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    ABSTRACT: Objective To provide a reference to rheumatologists and to those involved in the treatment of RA who are using, or about to use biologic therapy.Methods Recommendations were developed following a nominal group methodology and based on systematic reviews. The level of evidence and grade of recommendation were classified according to the model proposed by the Center for Evidence Based Medicine at Oxford. The level of agreement was established through Delphi technique.ResultsWe have produced recommendations on the use of the seven biologic agents available for RA in our country. The objective of treatment is to achieve the remission of the disease as quickly as possible. Indications and nuances regarding the use of biologic therapy were reviewed as well as the evaluation that should be performed prior to administration and the follow up of patients undergoing this therapy.Conclusions We present an update on the SER recommendations for the use of biologic therapy in patients with RA.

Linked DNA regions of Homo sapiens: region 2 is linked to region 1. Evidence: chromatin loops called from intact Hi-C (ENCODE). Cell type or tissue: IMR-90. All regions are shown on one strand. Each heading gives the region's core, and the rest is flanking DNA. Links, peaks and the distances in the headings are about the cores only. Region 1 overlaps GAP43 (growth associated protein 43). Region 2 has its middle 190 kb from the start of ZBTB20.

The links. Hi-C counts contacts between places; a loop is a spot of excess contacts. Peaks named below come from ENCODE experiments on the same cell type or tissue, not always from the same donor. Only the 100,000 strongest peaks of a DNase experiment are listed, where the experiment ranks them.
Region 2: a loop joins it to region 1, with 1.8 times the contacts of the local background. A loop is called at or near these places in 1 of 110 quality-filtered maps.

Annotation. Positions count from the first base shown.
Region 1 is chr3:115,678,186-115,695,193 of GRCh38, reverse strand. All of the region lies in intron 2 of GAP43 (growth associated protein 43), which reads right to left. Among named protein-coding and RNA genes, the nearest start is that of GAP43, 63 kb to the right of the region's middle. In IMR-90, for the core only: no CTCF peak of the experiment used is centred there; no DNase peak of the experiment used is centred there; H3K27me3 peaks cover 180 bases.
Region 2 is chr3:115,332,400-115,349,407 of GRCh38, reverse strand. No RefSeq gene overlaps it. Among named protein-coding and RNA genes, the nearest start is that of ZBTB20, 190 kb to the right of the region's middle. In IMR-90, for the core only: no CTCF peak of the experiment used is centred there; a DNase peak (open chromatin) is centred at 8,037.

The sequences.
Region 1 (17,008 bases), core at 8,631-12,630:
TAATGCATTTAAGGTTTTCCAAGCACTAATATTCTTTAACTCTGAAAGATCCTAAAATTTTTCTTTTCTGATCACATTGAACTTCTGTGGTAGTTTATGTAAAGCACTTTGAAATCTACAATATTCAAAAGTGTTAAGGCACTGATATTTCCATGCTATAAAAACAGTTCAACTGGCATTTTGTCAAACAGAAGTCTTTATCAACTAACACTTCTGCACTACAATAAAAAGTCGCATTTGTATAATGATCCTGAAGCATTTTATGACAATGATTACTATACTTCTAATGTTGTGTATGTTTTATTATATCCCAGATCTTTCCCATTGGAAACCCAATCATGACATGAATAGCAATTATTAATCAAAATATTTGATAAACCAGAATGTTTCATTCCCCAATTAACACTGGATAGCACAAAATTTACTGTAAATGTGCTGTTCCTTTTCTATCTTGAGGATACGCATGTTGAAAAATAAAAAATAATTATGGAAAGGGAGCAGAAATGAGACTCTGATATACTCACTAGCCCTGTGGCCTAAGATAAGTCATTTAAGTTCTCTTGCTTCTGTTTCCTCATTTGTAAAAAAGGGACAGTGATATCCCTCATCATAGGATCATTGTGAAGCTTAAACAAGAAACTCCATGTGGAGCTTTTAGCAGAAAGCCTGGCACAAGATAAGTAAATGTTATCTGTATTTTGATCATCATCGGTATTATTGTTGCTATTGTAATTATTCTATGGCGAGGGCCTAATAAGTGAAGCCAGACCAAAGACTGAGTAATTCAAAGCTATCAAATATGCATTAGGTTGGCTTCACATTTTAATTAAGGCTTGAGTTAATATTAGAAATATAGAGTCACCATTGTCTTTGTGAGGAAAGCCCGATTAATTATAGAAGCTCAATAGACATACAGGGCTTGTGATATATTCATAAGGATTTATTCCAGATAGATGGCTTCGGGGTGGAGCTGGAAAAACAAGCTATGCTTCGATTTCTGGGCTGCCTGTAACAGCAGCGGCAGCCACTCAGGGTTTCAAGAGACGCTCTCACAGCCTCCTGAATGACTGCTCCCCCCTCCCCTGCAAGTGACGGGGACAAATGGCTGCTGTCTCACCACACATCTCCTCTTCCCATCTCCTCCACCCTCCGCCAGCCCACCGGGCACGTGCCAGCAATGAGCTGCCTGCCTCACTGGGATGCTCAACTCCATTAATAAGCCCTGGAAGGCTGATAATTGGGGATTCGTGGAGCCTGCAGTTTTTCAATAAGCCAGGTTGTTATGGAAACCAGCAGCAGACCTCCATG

Reumatología Clínica. 01/2010; 6(1):23–36.